Immune Design Pockets $32M, InDi Nails $10M, SonoSite Looks Inside My Carotids, & More Seattle-Area Life Sciences News
This week, we saw more than the usual number of venture deals on the Seattle life sciences beat. Maybe the VCs needed to tie up some loose ends before unplugging in the month of August.
—Seattle-based Immune Design snagged the big round of the week, a full $32 million Series B deal that included ProQuest Investments, Alta Partners, Versant Ventures, and The Column Group. The company, led by Corixa co-founder Steve Reed, is following that same tried-and-true formula for company building, Reed told me in an exclusive follow up interview.
—Integrated Diagnostics, the Seattle-based company co-founded by biotech pioneer Leroy Hood, secured a $10 million second installment of a Series A venture financing round first announced in October. The company hit a series of milestones on its quest to develop a test that will take a pinprick of blood and use it to predict the odds that a person will get lung cancer, or even Alzheimer’s.
—HemaQuest Pharmaceuticals tacked on an additional $4 million to its Series B round, bringing the total value of that deal to $16 million. The Seattle-based company, led by CEO Ron Berenson, is developing treatments for sickle cell anemia, and a lymphoma related to infection with Epstein-Barr virus.
—SonoSite (NASDAQ: SONO) is always thinking of some new way for doctors to use ultrasound as a diagnostic tool, and last week I experienced one of those uses first hand. The company is seeking to get more primary care doctors to use ultrasound scans of people’s carotid arteries, to see how much plaque is building up, which can be an indicator of future risk of heart attack or stroke. Fortunately, the company sonographer says I won’t be keeling over anytime soon.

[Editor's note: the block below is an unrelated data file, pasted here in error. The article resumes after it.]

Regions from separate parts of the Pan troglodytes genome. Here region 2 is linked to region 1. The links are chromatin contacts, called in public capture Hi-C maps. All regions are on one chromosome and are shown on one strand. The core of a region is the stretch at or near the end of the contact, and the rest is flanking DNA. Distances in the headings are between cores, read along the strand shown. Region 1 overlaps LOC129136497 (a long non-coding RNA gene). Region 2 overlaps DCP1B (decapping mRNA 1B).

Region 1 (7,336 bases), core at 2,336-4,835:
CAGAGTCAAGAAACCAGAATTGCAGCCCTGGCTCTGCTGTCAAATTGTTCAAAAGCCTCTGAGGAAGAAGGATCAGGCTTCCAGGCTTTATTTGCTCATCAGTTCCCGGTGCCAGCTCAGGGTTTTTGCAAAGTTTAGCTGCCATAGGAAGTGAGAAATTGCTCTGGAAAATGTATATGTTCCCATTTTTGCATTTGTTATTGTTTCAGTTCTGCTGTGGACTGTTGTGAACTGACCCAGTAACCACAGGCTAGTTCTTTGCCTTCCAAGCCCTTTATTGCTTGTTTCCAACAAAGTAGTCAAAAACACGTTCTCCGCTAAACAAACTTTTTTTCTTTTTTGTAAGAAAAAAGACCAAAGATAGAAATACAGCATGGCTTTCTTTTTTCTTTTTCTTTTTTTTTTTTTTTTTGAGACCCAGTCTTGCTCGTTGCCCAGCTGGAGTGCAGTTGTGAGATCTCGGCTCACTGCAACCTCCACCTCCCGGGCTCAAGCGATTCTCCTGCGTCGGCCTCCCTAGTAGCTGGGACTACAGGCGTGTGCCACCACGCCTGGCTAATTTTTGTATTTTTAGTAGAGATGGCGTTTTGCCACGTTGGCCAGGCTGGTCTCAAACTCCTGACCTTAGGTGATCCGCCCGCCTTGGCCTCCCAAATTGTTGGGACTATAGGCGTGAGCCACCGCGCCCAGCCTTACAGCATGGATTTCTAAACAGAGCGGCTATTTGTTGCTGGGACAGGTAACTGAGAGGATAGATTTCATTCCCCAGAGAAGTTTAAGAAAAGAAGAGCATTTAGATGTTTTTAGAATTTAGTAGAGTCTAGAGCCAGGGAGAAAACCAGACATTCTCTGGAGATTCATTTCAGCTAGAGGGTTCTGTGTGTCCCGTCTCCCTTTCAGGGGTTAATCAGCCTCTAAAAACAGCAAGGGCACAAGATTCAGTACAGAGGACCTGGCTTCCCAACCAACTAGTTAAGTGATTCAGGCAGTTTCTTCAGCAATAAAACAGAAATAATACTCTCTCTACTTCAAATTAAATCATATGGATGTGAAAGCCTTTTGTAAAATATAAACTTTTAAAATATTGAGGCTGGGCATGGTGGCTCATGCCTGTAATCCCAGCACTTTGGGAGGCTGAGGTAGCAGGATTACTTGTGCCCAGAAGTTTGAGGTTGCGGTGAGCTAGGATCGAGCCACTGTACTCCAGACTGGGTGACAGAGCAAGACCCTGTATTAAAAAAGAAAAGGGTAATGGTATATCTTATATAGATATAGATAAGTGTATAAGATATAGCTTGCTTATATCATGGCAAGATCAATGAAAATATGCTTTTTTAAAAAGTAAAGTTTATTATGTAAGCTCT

—Marina Biotech, the Bothell, WA-based company formerly known as MDRNA and Nastech Pharmaceutical, secured some intellectual property to help it deliver RNA-based therapies inside cells. Marina (NASDAQ: [[MRNAD]]) paid $5 million worth of common stock to get the RNA delivery technologies from Germany-based Novosom.
—We had a couple of sharp guest editorials from contributors outside the Northwest who nonetheless made points that are relevant to the biotech community here. Steve Speer, a biotech consultant in Carlsbad, CA, wrote a guest post about why penny-pinching isn’t necessarily the best way to get bang for the investor buck at a biotech startup. And Daniel MacArthur, a top-notch genomics blogger and researcher at the Wellcome Trust Sanger Institute in the U.K., talked about how direct-to-consumer genetics companies like 23andMe took a public flogging at a congressional hearing last week, and how this could harm the future cause of research and personalized medicine.
I know you Seattleites have opinions too, so if you’ve got something relevant to the local innovation community that you’d like to say, shoot me a note at firstname.lastname@example.org. I’ve been known to help quite a few shy writers with some editing, and they tell me it’s not as bad as a trip to the dentist.